‘In a village without sound…
For as long as Fei can remember, no one in her village has been able to hear. Rocky terrain and frequent avalanches make it impossible to leave the village, so Fei and her people are at the mercy of a zipline that carries food up the treacherous cliffs from Beiguo, a mysterious faraway kingdom.
When villagers begin to lose their sight, deliveries from the zipline shrink. Many go hungry. Fei and all the people she loves are plunged into crisis, with nothing to look forward to but darkness and starvation.
One girl hears a call to action…
Until one night, Fei is awoken by a searing noise. Sound becomes her weapon.
She sets out to uncover what’s happened to her and to fight the dangers threatening her village. A handsome miner with a revolutionary spirit accompanies Fei on her quest, bringing with him new risks and the possibility of romance. They embark on a majestic journey from the peak of their jagged mountain village to the valley of Beiguo, where a startling truth will change their lives forever…
And unlocks a power that will save her people.’ (Goodreads) (272 pages, November 10th, 2015, Razorbill)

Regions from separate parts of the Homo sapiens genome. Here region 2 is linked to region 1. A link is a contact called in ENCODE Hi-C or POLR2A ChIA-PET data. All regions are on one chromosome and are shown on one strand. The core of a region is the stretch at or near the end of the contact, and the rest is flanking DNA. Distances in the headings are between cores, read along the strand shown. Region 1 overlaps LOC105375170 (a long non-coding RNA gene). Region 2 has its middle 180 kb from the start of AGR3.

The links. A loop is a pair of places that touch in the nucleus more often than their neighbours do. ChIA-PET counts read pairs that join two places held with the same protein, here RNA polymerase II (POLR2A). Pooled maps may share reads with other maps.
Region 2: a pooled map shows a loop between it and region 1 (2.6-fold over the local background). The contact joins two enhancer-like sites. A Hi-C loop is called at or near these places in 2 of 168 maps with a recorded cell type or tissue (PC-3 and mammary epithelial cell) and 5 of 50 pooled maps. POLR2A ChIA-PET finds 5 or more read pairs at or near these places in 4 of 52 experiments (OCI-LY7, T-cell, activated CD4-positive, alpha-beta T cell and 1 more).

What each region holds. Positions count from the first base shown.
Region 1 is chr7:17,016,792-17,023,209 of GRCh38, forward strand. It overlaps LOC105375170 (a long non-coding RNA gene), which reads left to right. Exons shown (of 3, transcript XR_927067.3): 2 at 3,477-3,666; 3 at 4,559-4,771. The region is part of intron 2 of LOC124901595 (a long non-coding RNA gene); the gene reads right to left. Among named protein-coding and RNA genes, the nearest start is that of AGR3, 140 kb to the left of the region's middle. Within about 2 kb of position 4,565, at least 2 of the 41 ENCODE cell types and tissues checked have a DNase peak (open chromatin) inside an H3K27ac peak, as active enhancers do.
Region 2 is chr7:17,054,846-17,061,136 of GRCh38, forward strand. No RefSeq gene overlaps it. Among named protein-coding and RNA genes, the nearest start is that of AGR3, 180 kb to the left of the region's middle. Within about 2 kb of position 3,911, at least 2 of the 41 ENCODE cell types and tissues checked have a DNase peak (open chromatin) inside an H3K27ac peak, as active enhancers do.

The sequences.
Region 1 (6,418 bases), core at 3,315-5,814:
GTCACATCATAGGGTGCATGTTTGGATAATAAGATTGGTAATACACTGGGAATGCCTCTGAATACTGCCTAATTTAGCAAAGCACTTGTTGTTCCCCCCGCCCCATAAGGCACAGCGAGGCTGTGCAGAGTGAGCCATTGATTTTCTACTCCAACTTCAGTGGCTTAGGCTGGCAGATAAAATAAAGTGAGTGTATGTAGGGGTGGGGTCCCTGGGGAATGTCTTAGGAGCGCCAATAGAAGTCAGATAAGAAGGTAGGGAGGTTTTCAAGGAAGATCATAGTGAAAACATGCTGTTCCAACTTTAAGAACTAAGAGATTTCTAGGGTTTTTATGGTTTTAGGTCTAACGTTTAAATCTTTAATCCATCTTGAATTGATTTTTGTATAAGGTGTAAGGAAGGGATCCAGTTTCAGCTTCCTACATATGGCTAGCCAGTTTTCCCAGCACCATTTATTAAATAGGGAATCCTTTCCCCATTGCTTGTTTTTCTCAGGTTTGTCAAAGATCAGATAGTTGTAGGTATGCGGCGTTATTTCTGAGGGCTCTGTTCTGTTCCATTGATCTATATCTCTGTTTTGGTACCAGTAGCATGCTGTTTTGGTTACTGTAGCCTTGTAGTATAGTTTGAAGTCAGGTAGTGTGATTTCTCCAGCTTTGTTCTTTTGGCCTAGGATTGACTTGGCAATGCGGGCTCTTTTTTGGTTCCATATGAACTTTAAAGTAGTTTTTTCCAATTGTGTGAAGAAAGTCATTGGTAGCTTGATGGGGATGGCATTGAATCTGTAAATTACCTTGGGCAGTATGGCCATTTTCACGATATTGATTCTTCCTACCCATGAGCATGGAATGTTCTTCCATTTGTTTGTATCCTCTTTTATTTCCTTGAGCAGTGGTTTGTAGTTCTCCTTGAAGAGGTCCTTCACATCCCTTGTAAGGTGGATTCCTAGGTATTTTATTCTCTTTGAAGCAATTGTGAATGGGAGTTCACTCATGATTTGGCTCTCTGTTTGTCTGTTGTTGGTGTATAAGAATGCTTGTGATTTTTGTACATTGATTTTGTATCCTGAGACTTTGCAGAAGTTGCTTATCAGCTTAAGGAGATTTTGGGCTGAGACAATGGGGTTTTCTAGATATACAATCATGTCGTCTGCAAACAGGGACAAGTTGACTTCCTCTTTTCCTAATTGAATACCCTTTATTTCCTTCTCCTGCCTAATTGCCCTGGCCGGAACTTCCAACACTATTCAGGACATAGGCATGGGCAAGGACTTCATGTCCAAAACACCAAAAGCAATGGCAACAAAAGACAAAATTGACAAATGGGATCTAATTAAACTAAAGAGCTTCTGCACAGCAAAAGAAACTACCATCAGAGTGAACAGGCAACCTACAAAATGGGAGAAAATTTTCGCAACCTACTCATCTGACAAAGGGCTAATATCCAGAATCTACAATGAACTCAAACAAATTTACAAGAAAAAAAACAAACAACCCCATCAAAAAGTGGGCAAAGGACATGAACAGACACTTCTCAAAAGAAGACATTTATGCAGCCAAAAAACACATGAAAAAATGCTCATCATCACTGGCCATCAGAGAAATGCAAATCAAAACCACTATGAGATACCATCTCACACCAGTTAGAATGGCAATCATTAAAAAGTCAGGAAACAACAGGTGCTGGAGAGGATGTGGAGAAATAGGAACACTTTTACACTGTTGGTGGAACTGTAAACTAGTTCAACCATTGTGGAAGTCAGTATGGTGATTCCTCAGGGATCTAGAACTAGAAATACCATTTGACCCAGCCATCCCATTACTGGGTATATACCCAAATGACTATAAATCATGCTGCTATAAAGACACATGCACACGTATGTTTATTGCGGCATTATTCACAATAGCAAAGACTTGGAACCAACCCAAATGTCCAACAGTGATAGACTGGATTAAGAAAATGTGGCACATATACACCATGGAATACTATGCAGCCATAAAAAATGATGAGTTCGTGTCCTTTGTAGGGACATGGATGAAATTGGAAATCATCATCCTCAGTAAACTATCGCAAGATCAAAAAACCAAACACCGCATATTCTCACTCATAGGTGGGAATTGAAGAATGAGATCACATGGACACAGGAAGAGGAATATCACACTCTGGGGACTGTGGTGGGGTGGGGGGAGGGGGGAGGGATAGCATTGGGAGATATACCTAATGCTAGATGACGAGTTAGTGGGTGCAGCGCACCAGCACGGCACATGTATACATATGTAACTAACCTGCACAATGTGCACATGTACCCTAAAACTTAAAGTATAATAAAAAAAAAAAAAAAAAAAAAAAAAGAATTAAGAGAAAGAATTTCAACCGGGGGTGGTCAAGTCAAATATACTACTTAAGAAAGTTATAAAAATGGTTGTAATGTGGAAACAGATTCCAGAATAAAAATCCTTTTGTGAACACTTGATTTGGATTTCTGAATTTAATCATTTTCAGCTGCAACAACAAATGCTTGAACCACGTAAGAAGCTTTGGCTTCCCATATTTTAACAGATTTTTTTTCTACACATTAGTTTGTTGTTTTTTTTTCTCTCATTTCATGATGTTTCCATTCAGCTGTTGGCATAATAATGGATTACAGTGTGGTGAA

I don’t really know where to begin with this book. I’ll start with what I know. It’s a standalone fantasy novel from one of my favorite authors. It works really well as a standalone. The story doesn’t feel stretched out and it’s just the perfect length without boring us with too much detail. It’s refreshing to read such a short story, but still have a finished story arc.
The only thing I would say and this diminished my experience reading this book, is that while this story is short and it’s quite refreshing to read a fantasy standalone, I feel that the characters weren’t really fleshed out. I couldn’t really relate to them, because we didn’t get to know them that much. I know that’s a given in a longer story, but it’s too bad, because I didn’t know them that well and the decisions they made didn’t stir any feelings with me. The story just didn’t stick with me because of that.
I must say that I was a bit afraid that because the book is so short, we wouldn’t get that much Chinese folklore, but I was really surprised by it. I don’t know much of their stories and their history, but I do have the feeling that Richelle Mead really researched the different stories and she put a lot of effort into it and that is something I adore in books and something I look forward to in fantasy books.
3,5 out of 5 stars!